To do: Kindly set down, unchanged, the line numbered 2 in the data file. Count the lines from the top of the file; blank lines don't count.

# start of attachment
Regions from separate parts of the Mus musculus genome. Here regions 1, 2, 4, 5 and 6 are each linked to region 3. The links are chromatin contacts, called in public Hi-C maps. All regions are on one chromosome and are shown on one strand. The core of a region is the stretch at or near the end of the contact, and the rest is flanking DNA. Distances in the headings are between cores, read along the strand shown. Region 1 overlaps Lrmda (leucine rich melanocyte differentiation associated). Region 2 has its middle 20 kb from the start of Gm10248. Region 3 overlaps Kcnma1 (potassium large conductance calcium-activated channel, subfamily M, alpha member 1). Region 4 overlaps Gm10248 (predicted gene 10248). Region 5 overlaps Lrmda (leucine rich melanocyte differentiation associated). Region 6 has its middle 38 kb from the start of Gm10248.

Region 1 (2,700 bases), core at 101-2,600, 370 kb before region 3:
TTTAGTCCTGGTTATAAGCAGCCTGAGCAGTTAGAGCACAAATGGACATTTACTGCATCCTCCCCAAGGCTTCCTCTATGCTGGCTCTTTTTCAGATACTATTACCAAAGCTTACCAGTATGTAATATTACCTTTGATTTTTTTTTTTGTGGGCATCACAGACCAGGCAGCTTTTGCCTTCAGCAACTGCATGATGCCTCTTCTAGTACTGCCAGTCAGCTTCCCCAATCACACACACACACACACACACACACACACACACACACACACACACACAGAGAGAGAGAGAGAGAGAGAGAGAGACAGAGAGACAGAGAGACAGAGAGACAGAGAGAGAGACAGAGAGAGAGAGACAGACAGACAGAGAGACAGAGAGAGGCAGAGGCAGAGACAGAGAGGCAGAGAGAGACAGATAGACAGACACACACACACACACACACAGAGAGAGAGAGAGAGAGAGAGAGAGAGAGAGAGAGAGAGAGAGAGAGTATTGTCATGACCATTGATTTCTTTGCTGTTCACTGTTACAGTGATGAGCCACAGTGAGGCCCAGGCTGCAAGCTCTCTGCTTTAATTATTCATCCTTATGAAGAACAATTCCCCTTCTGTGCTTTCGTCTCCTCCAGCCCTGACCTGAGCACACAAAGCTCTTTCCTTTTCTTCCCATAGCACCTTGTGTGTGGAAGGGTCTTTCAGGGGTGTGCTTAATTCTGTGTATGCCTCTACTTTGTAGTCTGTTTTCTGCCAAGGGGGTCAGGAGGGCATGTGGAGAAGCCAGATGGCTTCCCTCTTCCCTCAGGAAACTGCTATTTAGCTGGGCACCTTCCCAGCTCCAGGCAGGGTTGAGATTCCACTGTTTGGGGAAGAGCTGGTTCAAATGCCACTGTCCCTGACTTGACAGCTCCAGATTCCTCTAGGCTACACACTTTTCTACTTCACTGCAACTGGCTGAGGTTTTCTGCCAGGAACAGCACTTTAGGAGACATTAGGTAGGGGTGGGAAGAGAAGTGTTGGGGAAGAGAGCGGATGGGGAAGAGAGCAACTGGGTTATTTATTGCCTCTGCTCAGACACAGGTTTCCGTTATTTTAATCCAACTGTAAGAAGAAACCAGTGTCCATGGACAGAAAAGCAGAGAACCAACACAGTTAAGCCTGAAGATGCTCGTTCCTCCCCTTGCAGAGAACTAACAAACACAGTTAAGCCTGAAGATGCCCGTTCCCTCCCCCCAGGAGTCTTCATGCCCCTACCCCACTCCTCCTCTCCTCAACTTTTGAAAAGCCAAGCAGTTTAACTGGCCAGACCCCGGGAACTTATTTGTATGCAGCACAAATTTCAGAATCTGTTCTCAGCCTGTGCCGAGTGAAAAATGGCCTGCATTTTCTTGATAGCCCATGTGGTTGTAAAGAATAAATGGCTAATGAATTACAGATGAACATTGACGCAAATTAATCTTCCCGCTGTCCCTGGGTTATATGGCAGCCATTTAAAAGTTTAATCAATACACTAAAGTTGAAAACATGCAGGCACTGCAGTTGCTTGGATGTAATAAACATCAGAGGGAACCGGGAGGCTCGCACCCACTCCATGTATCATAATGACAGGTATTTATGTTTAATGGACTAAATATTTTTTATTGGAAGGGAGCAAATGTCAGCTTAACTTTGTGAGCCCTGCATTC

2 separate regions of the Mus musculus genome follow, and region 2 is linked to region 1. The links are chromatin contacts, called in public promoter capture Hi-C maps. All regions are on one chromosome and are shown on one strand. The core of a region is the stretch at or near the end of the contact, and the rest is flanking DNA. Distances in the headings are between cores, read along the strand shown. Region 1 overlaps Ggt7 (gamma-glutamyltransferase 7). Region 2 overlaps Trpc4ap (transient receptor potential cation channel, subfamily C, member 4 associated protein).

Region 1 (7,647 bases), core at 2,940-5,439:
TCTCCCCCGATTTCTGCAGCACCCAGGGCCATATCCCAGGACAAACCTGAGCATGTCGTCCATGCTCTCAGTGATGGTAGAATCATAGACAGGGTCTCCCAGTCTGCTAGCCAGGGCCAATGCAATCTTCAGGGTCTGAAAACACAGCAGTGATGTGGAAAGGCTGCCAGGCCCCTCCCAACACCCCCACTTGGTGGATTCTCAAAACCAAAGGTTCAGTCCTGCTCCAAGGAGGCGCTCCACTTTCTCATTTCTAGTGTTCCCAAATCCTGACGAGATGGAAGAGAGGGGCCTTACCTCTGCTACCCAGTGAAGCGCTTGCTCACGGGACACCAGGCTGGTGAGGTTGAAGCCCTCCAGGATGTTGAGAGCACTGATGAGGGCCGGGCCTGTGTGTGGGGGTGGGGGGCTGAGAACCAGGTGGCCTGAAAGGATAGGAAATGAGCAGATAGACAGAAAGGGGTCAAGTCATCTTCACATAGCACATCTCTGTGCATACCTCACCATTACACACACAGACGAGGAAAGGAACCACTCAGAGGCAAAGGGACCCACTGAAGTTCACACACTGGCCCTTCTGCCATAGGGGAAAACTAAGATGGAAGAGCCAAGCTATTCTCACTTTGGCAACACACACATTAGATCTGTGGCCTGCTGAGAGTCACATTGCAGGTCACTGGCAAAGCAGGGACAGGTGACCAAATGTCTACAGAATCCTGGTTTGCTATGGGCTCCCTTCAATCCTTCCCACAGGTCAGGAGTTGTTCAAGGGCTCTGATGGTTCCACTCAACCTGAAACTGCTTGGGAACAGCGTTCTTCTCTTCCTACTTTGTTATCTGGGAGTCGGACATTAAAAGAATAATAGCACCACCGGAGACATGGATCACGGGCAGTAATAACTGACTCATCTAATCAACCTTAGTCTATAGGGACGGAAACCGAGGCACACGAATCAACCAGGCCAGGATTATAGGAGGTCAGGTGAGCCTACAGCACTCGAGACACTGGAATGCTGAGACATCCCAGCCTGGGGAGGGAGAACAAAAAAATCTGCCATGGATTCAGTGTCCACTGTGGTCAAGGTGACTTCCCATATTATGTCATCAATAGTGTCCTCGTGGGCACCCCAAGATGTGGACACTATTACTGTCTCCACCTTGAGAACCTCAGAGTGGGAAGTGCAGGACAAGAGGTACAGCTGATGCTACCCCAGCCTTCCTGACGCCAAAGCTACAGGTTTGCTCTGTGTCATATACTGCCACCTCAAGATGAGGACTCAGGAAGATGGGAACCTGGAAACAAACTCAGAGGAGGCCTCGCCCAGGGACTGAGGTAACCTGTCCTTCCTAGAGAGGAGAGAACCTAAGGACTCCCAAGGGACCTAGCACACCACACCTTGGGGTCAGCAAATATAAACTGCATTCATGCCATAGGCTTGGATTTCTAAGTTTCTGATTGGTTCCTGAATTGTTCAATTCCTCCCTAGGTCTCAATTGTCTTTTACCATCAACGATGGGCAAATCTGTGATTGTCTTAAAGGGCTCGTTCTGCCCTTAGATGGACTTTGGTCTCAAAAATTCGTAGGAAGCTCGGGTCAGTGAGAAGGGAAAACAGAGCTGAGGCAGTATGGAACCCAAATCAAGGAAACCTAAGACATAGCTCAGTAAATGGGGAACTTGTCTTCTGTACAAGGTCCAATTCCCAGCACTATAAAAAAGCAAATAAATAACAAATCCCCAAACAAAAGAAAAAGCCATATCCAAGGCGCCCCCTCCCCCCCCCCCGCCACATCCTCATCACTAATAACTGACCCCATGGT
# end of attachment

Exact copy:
Region 1 (2,700 bases), core at 101-2,600, 370 kb before region 3: